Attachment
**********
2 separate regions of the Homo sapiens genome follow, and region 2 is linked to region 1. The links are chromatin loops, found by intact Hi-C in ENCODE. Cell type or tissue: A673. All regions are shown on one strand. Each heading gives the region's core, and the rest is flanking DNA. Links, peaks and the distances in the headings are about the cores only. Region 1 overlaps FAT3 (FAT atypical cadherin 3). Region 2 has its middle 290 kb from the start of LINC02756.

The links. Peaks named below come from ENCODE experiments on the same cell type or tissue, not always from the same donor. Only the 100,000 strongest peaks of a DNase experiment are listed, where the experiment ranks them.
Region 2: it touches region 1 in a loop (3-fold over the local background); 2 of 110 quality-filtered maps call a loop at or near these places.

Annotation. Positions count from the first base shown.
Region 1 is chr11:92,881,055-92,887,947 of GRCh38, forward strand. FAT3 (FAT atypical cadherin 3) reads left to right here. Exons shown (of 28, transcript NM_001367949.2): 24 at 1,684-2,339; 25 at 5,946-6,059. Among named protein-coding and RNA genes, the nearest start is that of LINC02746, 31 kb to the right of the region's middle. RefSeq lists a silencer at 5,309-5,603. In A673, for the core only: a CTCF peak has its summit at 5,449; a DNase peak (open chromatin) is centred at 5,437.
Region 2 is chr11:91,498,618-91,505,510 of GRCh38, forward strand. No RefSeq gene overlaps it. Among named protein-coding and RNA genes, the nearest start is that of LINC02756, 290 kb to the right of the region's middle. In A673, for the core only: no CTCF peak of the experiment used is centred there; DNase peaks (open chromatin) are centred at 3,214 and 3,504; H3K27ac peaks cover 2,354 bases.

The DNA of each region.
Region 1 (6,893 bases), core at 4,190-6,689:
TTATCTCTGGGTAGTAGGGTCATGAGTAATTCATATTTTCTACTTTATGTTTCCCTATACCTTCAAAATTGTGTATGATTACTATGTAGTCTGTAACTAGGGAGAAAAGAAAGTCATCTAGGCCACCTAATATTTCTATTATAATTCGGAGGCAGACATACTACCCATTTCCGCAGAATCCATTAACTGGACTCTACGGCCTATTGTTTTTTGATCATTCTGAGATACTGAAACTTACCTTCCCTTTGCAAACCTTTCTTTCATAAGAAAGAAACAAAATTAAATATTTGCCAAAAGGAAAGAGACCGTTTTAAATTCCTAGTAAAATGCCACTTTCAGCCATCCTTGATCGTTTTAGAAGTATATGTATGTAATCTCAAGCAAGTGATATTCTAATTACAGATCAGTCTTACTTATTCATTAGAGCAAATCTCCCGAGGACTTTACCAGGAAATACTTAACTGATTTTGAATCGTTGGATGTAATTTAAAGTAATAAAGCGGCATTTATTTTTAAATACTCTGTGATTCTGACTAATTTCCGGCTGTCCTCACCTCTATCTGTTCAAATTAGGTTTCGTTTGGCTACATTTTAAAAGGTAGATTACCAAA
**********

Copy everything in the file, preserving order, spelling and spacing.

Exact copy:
2 separate regions of the Homo sapiens genome follow, and region 2 is linked to region 1. The links are chromatin loops, found by intact Hi-C in ENCODE. Cell type or tissue: A673. All regions are shown on one strand. Each heading gives the region's core, and the rest is flanking DNA. Links, peaks and the distances in the headings are about the cores only. Region 1 overlaps FAT3 (FAT atypical cadherin 3). Region 2 has its middle 290 kb from the start of LINC02756.

The links. Peaks named below come from ENCODE experiments on the same cell type or tissue, not always from the same donor. Only the 100,000 strongest peaks of a DNase experiment are listed, where the experiment ranks them.
Region 2: it touches region 1 in a loop (3-fold over the local background); 2 of 110 quality-filtered maps call a loop at or near these places.

Annotation. Positions count from the first base shown.
Region 1 is chr11:92,881,055-92,887,947 of GRCh38, forward strand. FAT3 (FAT atypical cadherin 3) reads left to right here. Exons shown (of 28, transcript NM_001367949.2): 24 at 1,684-2,339; 25 at 5,946-6,059. Among named protein-coding and RNA genes, the nearest start is that of LINC02746, 31 kb to the right of the region's middle. RefSeq lists a silencer at 5,309-5,603. In A673, for the core only: a CTCF peak has its summit at 5,449; a DNase peak (open chromatin) is centred at 5,437.
Region 2 is chr11:91,498,618-91,505,510 of GRCh38, forward strand. No RefSeq gene overlaps it. Among named protein-coding and RNA genes, the nearest start is that of LINC02756, 290 kb to the right of the region's middle. In A673, for the core only: no CTCF peak of the experiment used is centred there; DNase peaks (open chromatin) are centred at 3,214 and 3,504; H3K27ac peaks cover 2,354 bases.

The DNA of each region.
Region 1 (6,893 bases), core at 4,190-6,689:
TTATCTCTGGGTAGTAGGGTCATGAGTAATTCATATTTTCTACTTTATGTTTCCCTATACCTTCAAAATTGTGTATGATTACTATGTAGTCTGTAACTAGGGAGAAAAGAAAGTCATCTAGGCCACCTAATATTTCTATTATAATTCGGAGGCAGACATACTACCCATTTCCGCAGAATCCATTAACTGGACTCTACGGCCTATTGTTTTTTGATCATTCTGAGATACTGAAACTTACCTTCCCTTTGCAAACCTTTCTTTCATAAGAAAGAAACAAAATTAAATATTTGCCAAAAGGAAAGAGACCGTTTTAAATTCCTAGTAAAATGCCACTTTCAGCCATCCTTGATCGTTTTAGAAGTATATGTATGTAATCTCAAGCAAGTGATATTCTAATTACAGATCAGTCTTACTTATTCATTAGAGCAAATCTCCCGAGGACTTTACCAGGAAATACTTAACTGATTTTGAATCGTTGGATGTAATTTAAAGTAATAAAGCGGCATTTATTTTTAAATACTCTGTGATTCTGACTAATTTCCGGCTGTCCTCACCTCTATCTGTTCAAATTAGGTTTCGTTTGGCTACATTTTAAAAGGTAGATTACCAAA